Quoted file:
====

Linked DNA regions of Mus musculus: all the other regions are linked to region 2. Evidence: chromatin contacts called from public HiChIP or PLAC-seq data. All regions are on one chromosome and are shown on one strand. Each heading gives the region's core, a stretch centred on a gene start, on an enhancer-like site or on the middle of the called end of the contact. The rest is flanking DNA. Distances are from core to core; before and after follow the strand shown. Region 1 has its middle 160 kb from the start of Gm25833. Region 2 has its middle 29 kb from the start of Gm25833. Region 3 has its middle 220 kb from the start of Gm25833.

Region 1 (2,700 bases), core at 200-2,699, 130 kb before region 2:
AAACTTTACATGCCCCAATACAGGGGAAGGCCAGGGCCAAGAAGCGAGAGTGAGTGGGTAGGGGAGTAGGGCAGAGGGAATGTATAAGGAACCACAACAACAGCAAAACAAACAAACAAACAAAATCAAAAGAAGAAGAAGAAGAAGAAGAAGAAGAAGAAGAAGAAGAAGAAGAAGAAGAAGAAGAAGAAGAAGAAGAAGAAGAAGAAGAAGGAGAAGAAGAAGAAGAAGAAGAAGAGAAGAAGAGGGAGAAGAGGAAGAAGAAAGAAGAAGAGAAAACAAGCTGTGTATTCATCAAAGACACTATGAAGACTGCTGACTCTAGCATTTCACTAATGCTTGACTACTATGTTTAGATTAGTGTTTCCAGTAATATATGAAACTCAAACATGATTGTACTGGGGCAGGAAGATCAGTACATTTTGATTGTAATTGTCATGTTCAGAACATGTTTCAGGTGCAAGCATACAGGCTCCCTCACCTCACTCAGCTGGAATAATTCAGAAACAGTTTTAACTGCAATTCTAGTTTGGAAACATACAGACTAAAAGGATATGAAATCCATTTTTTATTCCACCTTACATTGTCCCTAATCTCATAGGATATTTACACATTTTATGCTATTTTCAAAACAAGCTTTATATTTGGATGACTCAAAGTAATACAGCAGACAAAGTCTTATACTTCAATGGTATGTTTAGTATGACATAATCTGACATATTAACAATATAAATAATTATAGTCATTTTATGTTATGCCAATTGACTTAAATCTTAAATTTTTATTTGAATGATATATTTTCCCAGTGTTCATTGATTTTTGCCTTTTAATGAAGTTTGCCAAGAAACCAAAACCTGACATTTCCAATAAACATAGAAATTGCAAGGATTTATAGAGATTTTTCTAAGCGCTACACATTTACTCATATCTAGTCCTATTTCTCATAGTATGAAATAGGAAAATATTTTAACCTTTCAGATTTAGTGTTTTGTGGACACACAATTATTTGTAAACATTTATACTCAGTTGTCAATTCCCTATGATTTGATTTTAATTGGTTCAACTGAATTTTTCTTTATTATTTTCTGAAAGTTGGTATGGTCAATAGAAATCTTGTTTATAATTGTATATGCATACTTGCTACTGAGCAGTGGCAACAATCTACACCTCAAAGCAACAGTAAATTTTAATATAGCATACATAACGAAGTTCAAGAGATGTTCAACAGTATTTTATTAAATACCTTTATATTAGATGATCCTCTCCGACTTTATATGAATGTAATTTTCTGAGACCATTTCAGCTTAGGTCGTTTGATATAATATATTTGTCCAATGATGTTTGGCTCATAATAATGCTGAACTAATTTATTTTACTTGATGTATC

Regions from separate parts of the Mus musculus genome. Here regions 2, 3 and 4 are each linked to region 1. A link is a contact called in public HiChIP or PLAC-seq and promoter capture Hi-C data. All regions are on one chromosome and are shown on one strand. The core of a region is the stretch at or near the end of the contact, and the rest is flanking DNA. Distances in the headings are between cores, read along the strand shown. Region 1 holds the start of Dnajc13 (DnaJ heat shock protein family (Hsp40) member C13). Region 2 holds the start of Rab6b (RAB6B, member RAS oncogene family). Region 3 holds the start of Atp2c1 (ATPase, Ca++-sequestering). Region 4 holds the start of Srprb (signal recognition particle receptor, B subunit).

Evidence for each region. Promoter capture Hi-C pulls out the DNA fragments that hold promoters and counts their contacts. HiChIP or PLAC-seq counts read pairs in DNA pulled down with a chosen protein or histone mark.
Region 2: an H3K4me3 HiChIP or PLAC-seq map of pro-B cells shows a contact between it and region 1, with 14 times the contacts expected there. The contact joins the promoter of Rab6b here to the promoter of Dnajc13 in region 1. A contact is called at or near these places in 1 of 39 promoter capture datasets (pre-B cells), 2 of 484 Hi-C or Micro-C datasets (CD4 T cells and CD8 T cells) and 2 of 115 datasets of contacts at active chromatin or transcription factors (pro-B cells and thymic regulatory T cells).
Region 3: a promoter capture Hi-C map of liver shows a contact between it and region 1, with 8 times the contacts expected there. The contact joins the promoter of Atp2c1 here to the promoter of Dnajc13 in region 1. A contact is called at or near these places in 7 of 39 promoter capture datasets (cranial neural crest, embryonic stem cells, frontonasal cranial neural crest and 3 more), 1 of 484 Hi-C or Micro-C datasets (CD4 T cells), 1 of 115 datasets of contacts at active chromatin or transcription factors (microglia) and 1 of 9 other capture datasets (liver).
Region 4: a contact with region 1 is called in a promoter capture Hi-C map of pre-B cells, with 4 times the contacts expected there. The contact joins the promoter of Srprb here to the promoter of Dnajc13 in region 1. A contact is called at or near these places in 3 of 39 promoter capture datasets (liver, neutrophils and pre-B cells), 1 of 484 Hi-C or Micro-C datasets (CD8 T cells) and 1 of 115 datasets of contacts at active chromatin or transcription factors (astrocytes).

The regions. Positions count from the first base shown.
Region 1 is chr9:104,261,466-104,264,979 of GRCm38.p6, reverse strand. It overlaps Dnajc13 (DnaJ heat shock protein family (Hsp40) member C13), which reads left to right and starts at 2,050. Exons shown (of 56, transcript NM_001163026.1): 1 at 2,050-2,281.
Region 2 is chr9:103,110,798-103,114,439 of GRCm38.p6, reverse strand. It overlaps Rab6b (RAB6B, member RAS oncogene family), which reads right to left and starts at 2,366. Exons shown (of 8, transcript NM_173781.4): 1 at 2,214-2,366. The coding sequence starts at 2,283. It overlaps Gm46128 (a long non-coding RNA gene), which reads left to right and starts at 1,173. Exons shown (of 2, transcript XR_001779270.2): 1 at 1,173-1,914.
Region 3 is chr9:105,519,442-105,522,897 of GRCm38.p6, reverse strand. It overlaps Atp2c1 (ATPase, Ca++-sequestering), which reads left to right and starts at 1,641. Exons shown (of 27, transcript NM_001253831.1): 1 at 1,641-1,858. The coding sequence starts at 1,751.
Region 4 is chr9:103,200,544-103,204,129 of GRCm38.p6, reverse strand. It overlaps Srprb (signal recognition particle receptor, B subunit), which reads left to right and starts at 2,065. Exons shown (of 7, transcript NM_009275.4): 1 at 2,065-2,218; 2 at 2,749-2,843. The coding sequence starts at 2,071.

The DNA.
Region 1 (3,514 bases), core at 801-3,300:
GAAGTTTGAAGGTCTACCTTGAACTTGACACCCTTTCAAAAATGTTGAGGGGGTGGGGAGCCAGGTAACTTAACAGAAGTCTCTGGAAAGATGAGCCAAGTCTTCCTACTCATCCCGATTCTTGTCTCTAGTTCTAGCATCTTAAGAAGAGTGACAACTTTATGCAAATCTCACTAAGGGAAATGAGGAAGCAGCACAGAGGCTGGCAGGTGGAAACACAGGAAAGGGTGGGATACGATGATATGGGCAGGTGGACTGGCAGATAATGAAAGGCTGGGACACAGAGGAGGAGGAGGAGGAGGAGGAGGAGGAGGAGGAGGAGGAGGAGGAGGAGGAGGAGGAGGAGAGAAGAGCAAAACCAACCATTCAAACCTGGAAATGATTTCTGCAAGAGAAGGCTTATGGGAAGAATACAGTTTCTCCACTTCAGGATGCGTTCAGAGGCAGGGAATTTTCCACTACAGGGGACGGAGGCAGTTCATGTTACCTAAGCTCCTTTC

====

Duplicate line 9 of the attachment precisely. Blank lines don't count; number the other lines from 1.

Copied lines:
The regions. Positions count from the first base shown.